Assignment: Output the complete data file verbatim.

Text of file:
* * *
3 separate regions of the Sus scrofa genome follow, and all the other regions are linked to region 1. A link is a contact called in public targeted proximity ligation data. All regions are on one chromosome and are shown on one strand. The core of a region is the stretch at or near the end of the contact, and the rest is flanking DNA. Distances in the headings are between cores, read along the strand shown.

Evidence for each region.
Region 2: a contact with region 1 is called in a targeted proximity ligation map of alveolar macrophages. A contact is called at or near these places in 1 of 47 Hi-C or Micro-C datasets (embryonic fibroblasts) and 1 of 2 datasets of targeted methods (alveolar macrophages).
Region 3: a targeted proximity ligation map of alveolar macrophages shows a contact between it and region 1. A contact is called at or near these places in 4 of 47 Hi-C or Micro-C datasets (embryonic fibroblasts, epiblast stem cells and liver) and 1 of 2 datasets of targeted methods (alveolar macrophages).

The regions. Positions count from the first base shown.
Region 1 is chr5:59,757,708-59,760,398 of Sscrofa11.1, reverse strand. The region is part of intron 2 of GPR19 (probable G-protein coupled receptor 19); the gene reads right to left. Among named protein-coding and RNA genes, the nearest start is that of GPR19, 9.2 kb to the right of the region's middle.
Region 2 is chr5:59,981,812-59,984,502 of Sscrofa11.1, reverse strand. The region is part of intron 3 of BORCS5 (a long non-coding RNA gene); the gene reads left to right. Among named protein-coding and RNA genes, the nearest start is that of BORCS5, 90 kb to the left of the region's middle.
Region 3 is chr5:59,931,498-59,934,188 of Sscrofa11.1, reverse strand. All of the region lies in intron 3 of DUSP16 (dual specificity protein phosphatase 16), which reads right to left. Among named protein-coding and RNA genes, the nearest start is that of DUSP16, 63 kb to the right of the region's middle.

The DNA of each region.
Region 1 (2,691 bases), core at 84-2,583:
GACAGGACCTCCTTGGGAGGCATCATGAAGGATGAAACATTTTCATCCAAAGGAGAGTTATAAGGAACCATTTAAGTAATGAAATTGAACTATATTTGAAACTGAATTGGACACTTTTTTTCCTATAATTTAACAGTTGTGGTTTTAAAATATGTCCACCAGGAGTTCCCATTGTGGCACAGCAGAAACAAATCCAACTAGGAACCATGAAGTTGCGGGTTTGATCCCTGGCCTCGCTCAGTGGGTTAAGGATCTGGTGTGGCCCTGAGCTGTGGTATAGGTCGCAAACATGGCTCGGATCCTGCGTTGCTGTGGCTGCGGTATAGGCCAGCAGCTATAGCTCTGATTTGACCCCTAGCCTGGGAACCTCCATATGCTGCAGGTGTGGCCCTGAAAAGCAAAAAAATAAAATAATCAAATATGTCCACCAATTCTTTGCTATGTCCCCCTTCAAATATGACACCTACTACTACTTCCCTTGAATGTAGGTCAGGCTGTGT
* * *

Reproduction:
3 separate regions of the Sus scrofa genome follow, and all the other regions are linked to region 1. A link is a contact called in public targeted proximity ligation data. All regions are on one chromosome and are shown on one strand. The core of a region is the stretch at or near the end of the contact, and the rest is flanking DNA. Distances in the headings are between cores, read along the strand shown.

Evidence for each region.
Region 2: a contact with region 1 is called in a targeted proximity ligation map of alveolar macrophages. A contact is called at or near these places in 1 of 47 Hi-C or Micro-C datasets (embryonic fibroblasts) and 1 of 2 datasets of targeted methods (alveolar macrophages).
Region 3: a targeted proximity ligation map of alveolar macrophages shows a contact between it and region 1. A contact is called at or near these places in 4 of 47 Hi-C or Micro-C datasets (embryonic fibroblasts, epiblast stem cells and liver) and 1 of 2 datasets of targeted methods (alveolar macrophages).

The regions. Positions count from the first base shown.
Region 1 is chr5:59,757,708-59,760,398 of Sscrofa11.1, reverse strand. The region is part of intron 2 of GPR19 (probable G-protein coupled receptor 19); the gene reads right to left. Among named protein-coding and RNA genes, the nearest start is that of GPR19, 9.2 kb to the right of the region's middle.
Region 2 is chr5:59,981,812-59,984,502 of Sscrofa11.1, reverse strand. The region is part of intron 3 of BORCS5 (a long non-coding RNA gene); the gene reads left to right. Among named protein-coding and RNA genes, the nearest start is that of BORCS5, 90 kb to the left of the region's middle.
Region 3 is chr5:59,931,498-59,934,188 of Sscrofa11.1, reverse strand. All of the region lies in intron 3 of DUSP16 (dual specificity protein phosphatase 16), which reads right to left. Among named protein-coding and RNA genes, the nearest start is that of DUSP16, 63 kb to the right of the region's middle.

The DNA of each region.
Region 1 (2,691 bases), core at 84-2,583:
GACAGGACCTCCTTGGGAGGCATCATGAAGGATGAAACATTTTCATCCAAAGGAGAGTTATAAGGAACCATTTAAGTAATGAAATTGAACTATATTTGAAACTGAATTGGACACTTTTTTTCCTATAATTTAACAGTTGTGGTTTTAAAATATGTCCACCAGGAGTTCCCATTGTGGCACAGCAGAAACAAATCCAACTAGGAACCATGAAGTTGCGGGTTTGATCCCTGGCCTCGCTCAGTGGGTTAAGGATCTGGTGTGGCCCTGAGCTGTGGTATAGGTCGCAAACATGGCTCGGATCCTGCGTTGCTGTGGCTGCGGTATAGGCCAGCAGCTATAGCTCTGATTTGACCCCTAGCCTGGGAACCTCCATATGCTGCAGGTGTGGCCCTGAAAAGCAAAAAAATAAAATAATCAAATATGTCCACCAATTCTTTGCTATGTCCCCCTTCAAATATGACACCTACTACTACTTCCCTTGAATGTAGGTCAGGCTGTGT